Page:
Orchestras Leave the Concert Hall for Pub Crawls and Bakeries

This is how the Canton Symphony advertised its Beethoven pub crawl
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by David C. Barnett


Northeast Ohio is playing host to hundreds of music professionals from around the country, this week.  The annual League of American Orchestras conference brought executives, musicians and critics alike to downtown Cleveland to discuss ways  to these ensembles vital in a time when music is more likely to be heard through ear buds than in concert halls.  It’s a mission that sometimes calls for… unusual tactics.

A nineteenth century composer walked into a bar, recently.  Or at least he looked like Beethoven as he walked into a tavern in Canton, the first stop on a five-part pub crawl, this past March.

"We had a guy dressed-up like Beethoven, leading the crawl."

As executive director of the Canton Symphony Orchestra, Michelle Mullaly and her staff have devised unorthodox ways to attract new audiences to concerts. Canton Symphony musicians serenaded the patrons of each bar, who got discount tickets to future performances.  Mullaly says, It’s part of a strategy hatched at a time when the average orchestra fan is aging.

"Just when you look around our audience, the majority of the people have gray hair."

It’s an issue faced by orchestras across the country --- from smaller ensembles like the Canton Symphony, all the way up to the world-renown Cleveland Orchestra.   Cleveland executive director Gary Hanson says it doesn’t help that the Orchestra was saddled with a stuffy, ivory tower air for decades.

"In the late 19th and early 20th century, the European fine arts were seen as a pursuit of the emerging American aristocracy."  And he says a number of century-old musical institutions are working on ways to turn that elitist image around.

"It’s changing enormously.  You can go the movie theater and see the Metropolitan Opera, and you can go to Slavic Village and see the Cleveland Orchestra."

Slavic Village is an old, working-class community in recovery after being slammed by the economic collapse of 2008. This Spring, Orchestra members played everywhere, from a cozy Polish restaurant to the immense Bohemian National Hall, in an effort to attract visitors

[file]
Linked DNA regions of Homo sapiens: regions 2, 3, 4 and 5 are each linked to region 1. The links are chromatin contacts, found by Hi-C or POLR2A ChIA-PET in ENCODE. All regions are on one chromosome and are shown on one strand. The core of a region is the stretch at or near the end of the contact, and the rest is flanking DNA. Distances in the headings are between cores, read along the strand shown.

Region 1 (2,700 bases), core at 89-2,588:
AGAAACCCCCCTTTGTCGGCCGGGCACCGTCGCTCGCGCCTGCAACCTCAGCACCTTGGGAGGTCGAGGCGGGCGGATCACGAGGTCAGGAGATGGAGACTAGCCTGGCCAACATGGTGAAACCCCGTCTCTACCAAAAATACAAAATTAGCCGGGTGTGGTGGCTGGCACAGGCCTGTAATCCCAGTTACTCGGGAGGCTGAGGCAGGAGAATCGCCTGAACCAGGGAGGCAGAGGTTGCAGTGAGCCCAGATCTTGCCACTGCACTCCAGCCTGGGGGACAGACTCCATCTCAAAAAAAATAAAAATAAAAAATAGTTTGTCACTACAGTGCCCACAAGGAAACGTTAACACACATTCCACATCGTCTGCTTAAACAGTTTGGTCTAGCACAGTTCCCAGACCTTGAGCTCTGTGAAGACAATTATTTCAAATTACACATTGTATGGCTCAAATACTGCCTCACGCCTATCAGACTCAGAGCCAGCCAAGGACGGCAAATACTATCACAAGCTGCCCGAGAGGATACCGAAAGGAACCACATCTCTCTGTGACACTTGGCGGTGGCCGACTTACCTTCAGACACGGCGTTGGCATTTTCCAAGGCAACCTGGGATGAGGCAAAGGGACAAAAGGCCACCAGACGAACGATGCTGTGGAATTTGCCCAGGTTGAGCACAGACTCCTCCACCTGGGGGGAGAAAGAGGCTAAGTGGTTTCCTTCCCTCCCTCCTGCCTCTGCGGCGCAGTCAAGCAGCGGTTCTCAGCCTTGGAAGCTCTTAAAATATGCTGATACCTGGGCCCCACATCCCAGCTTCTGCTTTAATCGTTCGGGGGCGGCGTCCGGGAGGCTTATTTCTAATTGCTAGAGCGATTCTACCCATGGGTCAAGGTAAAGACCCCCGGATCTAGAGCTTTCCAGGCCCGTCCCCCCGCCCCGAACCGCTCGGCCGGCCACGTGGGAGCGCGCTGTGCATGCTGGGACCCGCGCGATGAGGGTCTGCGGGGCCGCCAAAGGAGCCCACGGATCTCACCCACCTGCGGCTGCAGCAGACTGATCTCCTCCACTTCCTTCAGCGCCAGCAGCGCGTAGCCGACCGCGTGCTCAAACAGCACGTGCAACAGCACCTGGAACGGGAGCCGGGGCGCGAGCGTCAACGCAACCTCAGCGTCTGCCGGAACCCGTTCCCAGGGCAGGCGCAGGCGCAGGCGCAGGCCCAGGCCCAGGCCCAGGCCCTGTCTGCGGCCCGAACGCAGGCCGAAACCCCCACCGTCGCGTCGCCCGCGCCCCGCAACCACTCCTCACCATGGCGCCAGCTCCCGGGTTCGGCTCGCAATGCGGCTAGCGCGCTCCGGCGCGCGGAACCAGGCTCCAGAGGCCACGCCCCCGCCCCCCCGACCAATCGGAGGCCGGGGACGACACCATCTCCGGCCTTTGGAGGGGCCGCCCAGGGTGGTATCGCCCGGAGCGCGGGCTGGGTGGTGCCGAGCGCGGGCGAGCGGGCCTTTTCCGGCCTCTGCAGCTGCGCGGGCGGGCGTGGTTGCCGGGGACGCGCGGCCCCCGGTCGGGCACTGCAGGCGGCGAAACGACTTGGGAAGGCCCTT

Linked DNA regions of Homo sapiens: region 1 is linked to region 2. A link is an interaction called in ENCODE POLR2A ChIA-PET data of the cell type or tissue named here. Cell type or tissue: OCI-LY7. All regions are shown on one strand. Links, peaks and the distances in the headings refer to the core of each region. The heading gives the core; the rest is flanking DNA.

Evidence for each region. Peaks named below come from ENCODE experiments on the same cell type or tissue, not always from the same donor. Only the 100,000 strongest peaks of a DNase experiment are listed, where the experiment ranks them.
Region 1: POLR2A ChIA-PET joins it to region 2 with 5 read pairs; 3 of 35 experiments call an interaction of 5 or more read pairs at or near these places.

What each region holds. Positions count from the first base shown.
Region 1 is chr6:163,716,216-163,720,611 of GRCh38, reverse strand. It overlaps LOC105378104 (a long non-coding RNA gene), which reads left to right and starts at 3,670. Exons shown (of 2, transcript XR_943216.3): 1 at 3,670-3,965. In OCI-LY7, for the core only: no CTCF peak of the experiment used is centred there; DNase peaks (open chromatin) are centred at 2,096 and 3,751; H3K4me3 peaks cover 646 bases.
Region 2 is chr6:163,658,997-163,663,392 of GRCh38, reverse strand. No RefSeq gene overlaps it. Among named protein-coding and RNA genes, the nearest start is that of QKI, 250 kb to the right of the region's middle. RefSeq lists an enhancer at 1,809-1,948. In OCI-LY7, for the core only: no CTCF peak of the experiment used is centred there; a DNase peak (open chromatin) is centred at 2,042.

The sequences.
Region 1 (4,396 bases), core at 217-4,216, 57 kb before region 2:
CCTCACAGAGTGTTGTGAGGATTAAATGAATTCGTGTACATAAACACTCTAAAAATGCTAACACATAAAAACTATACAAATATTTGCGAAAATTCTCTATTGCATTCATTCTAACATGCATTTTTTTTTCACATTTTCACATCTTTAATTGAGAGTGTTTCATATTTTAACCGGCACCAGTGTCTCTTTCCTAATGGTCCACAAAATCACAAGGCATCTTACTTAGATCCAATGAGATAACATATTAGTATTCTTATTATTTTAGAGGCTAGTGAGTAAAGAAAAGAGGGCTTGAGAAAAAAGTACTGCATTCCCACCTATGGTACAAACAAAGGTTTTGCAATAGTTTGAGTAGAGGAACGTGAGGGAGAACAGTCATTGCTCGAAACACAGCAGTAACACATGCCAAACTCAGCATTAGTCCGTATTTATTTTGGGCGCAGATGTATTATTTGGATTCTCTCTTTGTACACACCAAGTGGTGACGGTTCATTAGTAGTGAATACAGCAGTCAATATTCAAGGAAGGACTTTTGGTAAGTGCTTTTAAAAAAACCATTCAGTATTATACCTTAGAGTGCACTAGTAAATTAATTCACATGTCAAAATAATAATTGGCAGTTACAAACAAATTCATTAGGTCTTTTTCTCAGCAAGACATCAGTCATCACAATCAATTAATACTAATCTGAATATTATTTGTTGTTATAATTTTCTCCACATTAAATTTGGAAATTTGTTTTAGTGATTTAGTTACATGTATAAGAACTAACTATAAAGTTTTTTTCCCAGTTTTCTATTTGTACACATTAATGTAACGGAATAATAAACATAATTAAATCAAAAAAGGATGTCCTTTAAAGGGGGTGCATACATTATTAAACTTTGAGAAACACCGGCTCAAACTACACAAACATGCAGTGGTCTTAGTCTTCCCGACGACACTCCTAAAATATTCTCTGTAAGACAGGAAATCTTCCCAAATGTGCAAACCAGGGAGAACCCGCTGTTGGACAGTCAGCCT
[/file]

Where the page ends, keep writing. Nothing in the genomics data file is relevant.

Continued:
The drop-off of orchestra audiences is not just a problem here.  London-based critic Norman Labrecht says it’s a global phenomenon, fueled by the stripping of arts programs from schools.  He thinks orchestras have to find ways to reconnect with their home communities.  One way to do that, he says, is to follow some advice from former Los Angeles Philharmonic executive, Ernest Fleischman.

"What he proposed was that the orchestra break itself down into units --- it doesn’t always have to perform as a single mass --- and that it serves different needs in the wider community.  We have to pay attention to two things: first, the lives of musicians are dull and rule-bound; and second, the needs of communities are ever changing."

The Canton Symphony’s Michelle Mullaly says she spent about a quarter of her marketing budget this year getting musicians out of the concert hall and into the community.

"We did stuff at rotaries, we did stuff at the mall, we did stuff at the airport, we did pop-up concerts at hospitals, and colleges and businesses --- we really made an effort to get our musicians out in places where people don’t expect to see them."

And they had a nearly sell-out crowd on the final night of their Beethoven festival.  Long-time Slavic Village resident Joyce Hairston was thrilled to hear the Cleveland Orchestra play in her neighborhood.

"Oh my god, it was wonderful!  It was so melodic, I mean I was drifting off to my happy place. I loved it!"

The Orchestra’s second trumpet-player Jack Sutte says that it’s a two-way street

"For me, it’s nice to see different parts of Cleveland that I haven’t traveled to, but also the new concert experience in new venues.  New people coming to be immersed with the Orchestra."

Cleveland Orchestra planners say they are developing further neighborhood residencies and increasing outreach to area schools, as the Orchestra gets to know its home town a little better. 

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